Cyclamen are pretty garden friends, bringing joyful dots of jewel like colour to the garden throughout winter.

Easy to grow, there are varieties to suit a range of situations, from baskets and containers to beds and banks for a more naturalised woodland look. These hardy perennials reveal their heart shaped petals in shades of pink, purple and white from late summer to early spring. They thrive during the colder months, which is why they’re a favourite among gardeners.

Top Varieties

Cyclamen persicum ‘Persian cyclamen’

Cyclamen persicum, which flowers from winter into spring, is the most popular variety. Perhaps most commonly known for the larger flowering indoor variety, often referred to as the ‘florists flower.’ There is also a small version commonly sold as mini Cyclamen that can be grown outdoors. Growing to around 20cm in height the delightfully fragrant white or pink flowers sit boldly upright above its heart shaped leaves. Despite its popularity, this is not frost tolerant so beware of planting in frost susceptible spots.

Sun Requirements: Full sun to partial shade
Soil: Moist, well drained soil
Hardiness: Not hardy
Size: Grows to 20cm height x 20cm spread

Cyclamen coum ‘Eastern cyclamen’

Cyclamen coum is a hardy form with white to pink and crimson flowers from winter into early spring. This received the RHS Award of Garden Merit.

Sun Requirements: Partial shade
Soil: Moist but well drained soil
Hardiness: Hardy to -15°C
Size: Grows to 10cm height x 15cm width

Cyclamen hederifolium ‘ivy-leaved cyclamen’

Cyclamen hederifolium is another hardy variety with white to pink flowers with purple throats. It comes into flower in early autumn. The patterned leaves, which resemble ivy (Hedera which is where the name ‘hederifolium’ comes from) follow.

Sun Requirements: Partial shade

Soil: Moist, well-drained soil

Hardiness: Hardy to -15°C

SizeGrows to 15cm height x 15cm width

Cyclamen Growing Guide


When planting outdoors, they need to be placed in a spot where they are protected from hot sun and severe weather. Ideal locations in the garden are under trees or high branched shrubs. As they are short in height they are better towards the edge of borders or are ideal in rock gardens. They are also often frequently grown in baskets.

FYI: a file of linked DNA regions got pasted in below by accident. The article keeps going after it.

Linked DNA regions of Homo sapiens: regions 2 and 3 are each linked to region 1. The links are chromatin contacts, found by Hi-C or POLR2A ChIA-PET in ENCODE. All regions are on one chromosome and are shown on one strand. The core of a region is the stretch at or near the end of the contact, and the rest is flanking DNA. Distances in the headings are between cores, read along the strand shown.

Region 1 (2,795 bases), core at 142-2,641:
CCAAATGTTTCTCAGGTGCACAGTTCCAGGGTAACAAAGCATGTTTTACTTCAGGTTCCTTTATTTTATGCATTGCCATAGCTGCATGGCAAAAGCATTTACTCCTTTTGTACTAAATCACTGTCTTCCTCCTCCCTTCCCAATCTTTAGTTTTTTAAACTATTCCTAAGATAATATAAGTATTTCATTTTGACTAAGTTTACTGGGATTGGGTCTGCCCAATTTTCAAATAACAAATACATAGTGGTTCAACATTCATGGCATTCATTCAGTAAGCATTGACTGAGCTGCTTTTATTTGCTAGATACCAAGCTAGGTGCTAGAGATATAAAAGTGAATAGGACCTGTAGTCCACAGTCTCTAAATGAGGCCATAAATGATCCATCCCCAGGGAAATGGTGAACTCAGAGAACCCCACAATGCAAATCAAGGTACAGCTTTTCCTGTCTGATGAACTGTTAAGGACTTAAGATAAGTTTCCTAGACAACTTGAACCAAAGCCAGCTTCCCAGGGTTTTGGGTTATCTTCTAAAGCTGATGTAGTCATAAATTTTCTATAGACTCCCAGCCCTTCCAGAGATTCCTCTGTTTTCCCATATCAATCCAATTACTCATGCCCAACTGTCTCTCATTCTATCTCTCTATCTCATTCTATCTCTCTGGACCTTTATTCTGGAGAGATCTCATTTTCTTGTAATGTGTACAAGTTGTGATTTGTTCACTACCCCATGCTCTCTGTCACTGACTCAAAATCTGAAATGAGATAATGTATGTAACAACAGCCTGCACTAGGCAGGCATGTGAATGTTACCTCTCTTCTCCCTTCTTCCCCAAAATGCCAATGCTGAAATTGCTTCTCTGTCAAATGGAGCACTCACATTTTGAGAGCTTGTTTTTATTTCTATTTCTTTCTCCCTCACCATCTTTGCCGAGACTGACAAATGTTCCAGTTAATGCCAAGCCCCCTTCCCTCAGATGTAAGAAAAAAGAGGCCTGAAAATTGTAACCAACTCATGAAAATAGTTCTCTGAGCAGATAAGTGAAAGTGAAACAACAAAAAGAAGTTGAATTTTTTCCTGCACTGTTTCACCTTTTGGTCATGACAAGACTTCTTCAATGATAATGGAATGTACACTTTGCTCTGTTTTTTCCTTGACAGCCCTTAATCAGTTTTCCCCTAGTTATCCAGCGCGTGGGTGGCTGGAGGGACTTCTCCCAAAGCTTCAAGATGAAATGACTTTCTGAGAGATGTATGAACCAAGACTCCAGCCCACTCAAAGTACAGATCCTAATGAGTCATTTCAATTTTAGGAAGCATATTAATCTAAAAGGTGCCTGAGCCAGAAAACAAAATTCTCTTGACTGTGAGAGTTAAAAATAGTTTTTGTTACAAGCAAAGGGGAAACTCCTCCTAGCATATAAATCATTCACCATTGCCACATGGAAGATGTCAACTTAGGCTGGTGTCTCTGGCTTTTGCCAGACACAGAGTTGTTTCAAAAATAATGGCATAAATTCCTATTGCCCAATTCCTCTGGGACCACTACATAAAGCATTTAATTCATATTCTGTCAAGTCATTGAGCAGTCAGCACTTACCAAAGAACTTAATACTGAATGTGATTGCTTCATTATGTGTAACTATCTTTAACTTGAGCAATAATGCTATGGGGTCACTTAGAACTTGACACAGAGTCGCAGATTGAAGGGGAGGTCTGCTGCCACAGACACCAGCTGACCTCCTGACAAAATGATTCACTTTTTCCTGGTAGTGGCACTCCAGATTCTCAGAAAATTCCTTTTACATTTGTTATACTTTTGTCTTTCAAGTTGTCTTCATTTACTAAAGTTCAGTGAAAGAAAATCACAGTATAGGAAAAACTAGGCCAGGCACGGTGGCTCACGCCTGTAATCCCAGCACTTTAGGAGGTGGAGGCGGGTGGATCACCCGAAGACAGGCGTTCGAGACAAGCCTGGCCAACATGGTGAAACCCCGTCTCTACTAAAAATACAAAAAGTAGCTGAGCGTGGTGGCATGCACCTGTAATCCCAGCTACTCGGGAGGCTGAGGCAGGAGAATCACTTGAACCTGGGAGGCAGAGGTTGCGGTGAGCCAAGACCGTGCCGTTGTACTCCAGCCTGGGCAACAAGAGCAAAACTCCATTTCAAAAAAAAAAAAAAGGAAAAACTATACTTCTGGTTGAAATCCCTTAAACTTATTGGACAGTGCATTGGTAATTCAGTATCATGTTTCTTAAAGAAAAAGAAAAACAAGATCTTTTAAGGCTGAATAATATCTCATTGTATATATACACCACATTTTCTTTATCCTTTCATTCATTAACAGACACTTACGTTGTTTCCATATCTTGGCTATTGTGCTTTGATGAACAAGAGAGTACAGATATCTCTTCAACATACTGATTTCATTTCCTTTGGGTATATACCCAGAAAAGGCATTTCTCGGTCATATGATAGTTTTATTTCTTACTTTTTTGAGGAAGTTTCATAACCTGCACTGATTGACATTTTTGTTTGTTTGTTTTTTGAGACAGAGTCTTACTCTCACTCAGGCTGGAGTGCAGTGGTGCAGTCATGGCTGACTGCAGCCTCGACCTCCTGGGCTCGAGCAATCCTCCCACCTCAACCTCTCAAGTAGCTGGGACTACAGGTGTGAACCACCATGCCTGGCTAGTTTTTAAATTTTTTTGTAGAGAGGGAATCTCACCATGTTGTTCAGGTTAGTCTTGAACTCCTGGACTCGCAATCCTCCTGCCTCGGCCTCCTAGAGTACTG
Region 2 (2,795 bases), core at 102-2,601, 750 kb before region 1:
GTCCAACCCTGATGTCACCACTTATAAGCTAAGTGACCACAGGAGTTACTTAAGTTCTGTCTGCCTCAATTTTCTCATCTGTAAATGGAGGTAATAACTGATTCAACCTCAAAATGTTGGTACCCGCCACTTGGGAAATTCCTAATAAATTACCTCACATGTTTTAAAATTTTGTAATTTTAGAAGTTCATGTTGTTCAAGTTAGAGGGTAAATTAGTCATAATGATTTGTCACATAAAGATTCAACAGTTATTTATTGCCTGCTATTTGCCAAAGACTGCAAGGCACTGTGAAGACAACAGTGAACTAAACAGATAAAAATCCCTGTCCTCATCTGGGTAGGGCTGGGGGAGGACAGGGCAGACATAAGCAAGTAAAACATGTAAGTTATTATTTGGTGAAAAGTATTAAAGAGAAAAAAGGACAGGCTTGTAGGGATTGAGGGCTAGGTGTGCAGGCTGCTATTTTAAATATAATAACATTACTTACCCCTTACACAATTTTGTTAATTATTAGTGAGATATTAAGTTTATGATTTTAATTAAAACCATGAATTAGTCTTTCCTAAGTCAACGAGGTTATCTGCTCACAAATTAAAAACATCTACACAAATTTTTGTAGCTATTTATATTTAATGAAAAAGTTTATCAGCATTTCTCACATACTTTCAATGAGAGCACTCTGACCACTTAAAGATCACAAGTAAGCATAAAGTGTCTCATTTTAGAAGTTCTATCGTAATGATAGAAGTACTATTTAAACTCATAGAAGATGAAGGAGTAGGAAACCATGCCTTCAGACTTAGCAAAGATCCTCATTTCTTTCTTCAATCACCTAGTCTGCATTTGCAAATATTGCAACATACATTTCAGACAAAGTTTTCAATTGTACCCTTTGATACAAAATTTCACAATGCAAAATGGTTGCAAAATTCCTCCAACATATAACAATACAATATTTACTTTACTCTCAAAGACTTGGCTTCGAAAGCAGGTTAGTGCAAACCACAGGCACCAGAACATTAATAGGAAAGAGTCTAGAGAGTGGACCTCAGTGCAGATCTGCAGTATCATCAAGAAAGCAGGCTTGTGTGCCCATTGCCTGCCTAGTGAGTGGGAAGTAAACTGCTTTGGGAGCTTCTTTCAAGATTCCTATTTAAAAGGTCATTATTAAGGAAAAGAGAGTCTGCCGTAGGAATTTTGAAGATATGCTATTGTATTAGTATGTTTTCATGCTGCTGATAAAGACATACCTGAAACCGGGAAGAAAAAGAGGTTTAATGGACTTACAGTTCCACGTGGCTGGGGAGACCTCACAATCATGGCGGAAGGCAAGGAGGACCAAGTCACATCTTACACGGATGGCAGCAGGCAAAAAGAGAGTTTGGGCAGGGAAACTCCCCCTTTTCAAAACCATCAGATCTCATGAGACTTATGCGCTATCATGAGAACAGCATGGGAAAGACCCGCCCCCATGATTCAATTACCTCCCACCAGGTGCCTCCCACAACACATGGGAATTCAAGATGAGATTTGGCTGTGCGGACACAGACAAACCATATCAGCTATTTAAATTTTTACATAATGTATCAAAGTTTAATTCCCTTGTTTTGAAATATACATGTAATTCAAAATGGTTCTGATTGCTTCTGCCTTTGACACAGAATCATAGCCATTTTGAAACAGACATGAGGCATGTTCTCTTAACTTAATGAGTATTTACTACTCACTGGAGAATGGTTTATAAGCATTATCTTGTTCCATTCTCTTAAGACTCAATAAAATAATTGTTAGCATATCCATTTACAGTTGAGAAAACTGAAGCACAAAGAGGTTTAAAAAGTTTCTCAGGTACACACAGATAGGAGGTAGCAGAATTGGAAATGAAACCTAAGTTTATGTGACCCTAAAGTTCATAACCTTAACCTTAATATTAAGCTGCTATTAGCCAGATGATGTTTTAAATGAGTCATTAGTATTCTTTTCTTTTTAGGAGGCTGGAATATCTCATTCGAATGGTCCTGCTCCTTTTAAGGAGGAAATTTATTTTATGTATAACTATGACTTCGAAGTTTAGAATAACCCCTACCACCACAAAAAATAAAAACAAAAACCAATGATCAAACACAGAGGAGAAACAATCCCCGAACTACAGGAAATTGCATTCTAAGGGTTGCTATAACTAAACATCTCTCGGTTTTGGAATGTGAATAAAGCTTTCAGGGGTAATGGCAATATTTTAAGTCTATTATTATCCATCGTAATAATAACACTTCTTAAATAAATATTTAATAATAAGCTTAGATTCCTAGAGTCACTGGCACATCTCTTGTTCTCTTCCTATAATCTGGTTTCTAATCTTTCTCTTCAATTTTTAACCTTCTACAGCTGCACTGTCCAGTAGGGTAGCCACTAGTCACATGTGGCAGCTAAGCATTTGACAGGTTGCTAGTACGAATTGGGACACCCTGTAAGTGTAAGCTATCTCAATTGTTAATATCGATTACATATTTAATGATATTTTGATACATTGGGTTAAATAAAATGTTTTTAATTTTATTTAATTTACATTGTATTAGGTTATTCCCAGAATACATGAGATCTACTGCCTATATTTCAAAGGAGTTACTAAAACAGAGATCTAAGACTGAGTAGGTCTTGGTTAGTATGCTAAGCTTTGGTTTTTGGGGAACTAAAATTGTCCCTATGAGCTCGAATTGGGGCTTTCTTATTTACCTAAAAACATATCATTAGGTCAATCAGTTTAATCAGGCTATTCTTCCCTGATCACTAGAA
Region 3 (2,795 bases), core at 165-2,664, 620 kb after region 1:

Soil should be well drained and a good mix of potting grit dug into the existing soil when planting will help. When planting allow some corm to remain above the surface of the soil and space four to six inches apart. Applying a layer of mulch around the plants helps regulate soil temperature and moisture levels. You could also cover the soil with leaves or straw during the harshest winter months to help avoid frost damage.


If you plant in containers, be sure to water from the bottom as watering from the top can cause mildew, you can do this by standing them in water.


Deadhead by folding the stem down, taking it right to the base of the flower stalk and giving a little pull to remove it.

Planting Ideas

Create a striking winter planted container by mixing bright pink cyclamen with other pink/purple and darker plants, such as erica (heathers) and hedera (ivy).

For a beautiful display in your borders that will take you from winter into spring, plant soft pink Cyclamen coum together with pure white Galanthus nivalis (snowdrops) and inky-black Ophiopogon planiscapus ‘Nigrescens’.

Another brilliant winter planting combination is Cyclamen coum together with Christmas roses, such as Helleborus ‘Wintergold’.


It’s name ‘Cyclamen’ is derived from the Greek word ‘kuklos’ which means ‘circle.’ This attributes to the round tube from which the plant grows. The Cyclamens unique growth pattern, with its leaves emerging in a circular formation, inspired its botanical name!

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